For AI in Fintech, User Experience Still Matters

Female and male warehouse employees standing in the aisle looking at a tablet computer


By Shaun Illingworth

“What do you do?” can be a tough question to answer. I have trouble with it sometimes, and I’ve been essentially doing the same job for decades. It can also be a tough question for a start-up tech company. The core personnel are so immersed in, and excited by, the capabilities of the product it can be difficult to take a step back and elucidate how it will help potential clients.

A woman works on laptop computer while flipping through a stack of documentsFor Vigilant AI, an Ottawa-based start-up in the financial services sector, clarifying how clients would use their breakthrough data analysis technology was one challenge in the early stages of development. Another challenge was communicating their value proposition to potential investors.

DFFRNT came on board to assist with both these tasks. The principals at DFFRNT have extensive experience with technology for the financial services sector and we were excited to apply human-centred design principles to a product that incorporates artificial intelligence tools.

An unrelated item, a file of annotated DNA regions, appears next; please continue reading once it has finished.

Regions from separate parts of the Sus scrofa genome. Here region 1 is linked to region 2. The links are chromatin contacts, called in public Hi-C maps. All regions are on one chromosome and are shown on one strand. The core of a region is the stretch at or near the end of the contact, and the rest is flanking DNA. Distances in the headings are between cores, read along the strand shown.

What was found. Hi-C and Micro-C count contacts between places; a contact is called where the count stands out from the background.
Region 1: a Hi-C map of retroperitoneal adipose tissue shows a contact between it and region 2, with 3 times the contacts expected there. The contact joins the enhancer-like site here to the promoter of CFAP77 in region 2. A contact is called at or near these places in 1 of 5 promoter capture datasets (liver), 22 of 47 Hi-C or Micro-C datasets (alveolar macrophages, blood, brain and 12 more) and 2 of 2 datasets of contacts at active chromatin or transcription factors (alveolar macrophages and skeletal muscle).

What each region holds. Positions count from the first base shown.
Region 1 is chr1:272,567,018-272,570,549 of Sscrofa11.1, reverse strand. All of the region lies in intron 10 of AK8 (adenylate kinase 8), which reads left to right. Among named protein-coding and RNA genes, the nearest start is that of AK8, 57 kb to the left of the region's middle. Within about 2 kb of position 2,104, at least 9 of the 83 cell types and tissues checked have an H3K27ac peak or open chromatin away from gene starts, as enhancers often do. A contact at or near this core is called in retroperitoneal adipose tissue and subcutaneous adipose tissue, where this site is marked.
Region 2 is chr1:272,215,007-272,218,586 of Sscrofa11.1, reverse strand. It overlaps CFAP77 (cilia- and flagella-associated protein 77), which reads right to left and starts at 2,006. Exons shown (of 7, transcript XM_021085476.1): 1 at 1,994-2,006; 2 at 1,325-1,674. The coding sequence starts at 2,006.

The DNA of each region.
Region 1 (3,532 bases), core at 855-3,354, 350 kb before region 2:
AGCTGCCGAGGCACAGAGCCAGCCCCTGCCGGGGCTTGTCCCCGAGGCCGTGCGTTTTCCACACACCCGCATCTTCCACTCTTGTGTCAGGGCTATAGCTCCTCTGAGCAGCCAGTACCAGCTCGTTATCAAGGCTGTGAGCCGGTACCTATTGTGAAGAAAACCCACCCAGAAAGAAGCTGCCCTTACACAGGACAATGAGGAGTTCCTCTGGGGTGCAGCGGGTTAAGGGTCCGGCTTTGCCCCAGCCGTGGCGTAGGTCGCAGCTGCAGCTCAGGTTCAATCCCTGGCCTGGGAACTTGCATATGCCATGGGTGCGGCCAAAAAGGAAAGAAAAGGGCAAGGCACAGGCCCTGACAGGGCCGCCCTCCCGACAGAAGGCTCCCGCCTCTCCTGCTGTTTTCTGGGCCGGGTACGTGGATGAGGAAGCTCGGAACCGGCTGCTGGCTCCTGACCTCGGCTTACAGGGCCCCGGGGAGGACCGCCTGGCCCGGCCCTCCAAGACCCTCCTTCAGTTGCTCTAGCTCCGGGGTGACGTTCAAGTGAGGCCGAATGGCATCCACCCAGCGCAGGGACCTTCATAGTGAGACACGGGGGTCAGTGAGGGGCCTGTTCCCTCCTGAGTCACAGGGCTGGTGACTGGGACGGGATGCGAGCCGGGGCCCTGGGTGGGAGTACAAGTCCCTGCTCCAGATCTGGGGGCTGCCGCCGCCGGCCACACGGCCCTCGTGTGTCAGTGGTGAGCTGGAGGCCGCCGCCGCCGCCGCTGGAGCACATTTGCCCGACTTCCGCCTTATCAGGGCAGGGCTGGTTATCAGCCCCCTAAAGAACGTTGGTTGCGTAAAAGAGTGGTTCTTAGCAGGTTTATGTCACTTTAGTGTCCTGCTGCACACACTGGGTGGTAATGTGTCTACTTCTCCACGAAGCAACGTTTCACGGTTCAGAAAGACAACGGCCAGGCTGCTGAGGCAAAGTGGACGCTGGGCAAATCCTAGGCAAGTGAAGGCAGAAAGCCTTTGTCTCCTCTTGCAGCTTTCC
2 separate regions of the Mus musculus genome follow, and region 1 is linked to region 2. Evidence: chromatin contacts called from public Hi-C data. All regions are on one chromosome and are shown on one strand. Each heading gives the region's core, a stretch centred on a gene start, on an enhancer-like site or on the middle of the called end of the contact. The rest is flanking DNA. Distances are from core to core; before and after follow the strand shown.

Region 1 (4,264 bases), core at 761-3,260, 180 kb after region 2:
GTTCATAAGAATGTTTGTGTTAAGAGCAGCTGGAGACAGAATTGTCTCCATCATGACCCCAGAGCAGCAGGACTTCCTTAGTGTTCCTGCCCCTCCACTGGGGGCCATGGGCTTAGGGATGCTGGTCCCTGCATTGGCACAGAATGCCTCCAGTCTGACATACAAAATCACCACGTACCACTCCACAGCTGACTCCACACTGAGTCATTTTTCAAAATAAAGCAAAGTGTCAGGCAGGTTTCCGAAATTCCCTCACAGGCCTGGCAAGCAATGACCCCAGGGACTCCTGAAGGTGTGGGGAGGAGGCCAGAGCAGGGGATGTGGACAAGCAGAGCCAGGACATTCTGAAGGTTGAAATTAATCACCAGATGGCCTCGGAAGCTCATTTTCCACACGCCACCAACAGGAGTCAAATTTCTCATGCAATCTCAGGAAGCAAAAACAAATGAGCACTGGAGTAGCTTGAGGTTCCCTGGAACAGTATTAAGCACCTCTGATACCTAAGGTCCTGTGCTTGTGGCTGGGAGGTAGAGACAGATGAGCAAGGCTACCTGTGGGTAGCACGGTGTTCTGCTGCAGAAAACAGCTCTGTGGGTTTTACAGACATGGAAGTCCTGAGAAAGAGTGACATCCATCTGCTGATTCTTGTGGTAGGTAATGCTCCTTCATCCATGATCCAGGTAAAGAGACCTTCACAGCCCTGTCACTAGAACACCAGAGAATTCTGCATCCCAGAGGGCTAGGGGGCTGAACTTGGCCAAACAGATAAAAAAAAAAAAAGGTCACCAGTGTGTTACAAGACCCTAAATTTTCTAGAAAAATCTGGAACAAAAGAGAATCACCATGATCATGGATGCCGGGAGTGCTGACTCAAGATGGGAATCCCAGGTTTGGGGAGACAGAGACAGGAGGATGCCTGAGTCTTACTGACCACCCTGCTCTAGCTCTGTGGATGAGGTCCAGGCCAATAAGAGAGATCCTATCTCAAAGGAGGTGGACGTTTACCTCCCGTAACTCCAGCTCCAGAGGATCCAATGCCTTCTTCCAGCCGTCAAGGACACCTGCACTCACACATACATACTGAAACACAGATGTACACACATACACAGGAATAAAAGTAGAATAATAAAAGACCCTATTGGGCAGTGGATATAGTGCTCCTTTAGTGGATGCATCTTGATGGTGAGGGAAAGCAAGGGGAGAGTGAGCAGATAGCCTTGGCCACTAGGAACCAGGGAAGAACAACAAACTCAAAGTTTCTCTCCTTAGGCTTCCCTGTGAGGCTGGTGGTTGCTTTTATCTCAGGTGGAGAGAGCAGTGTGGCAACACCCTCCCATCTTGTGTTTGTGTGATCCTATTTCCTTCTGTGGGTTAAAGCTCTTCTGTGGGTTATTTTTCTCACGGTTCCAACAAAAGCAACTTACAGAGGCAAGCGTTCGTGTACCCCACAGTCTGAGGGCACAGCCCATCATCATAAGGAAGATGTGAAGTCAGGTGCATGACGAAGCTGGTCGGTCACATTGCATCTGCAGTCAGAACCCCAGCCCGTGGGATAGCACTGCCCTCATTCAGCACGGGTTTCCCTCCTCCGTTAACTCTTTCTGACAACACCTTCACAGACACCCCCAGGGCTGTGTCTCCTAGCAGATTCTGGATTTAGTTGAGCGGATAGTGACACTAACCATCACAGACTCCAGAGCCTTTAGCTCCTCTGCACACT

Artificial intelligence is spreading tendrils into every aspect of business and government. It is most useful, of course, for tasks that require analysis of large amounts of data. It would be a perfect fit for financial auditing functions, except that financial data is often not in appropriate structured formats.

Vigilant AI is tackling that challenge. Vigilant AI has pioneered a platform with an intuitive data collection process which allows an AI-fueled tool to ingest and analyze documentation and financial data involved in the supply chain more quickly. This supports quicker detection of financial loss and provides unprecedented supply chain insights.


Our role was to translate complex business intelligence and data analytics capabilities into an engaging user experience and make the product’s value clear to investors

John Craig, Vigilant AI’s CEO, believes the unique approach of combining both structured and unstructured financial data into a fully contextualized data lake will help auditors reduce risk, increase margins and create new client service offerings.

Vigilant AI asked us to visualize the user experience for their new suite of products and provide an early prototype. We started with conversations with the team and scribbled notes on a on a white board. We discussed what the service was able to do and the results it could provide. Our team applied its considerable research and design skills to the project, and a few weeks later, we provided Vigilant AI an interactive prototype.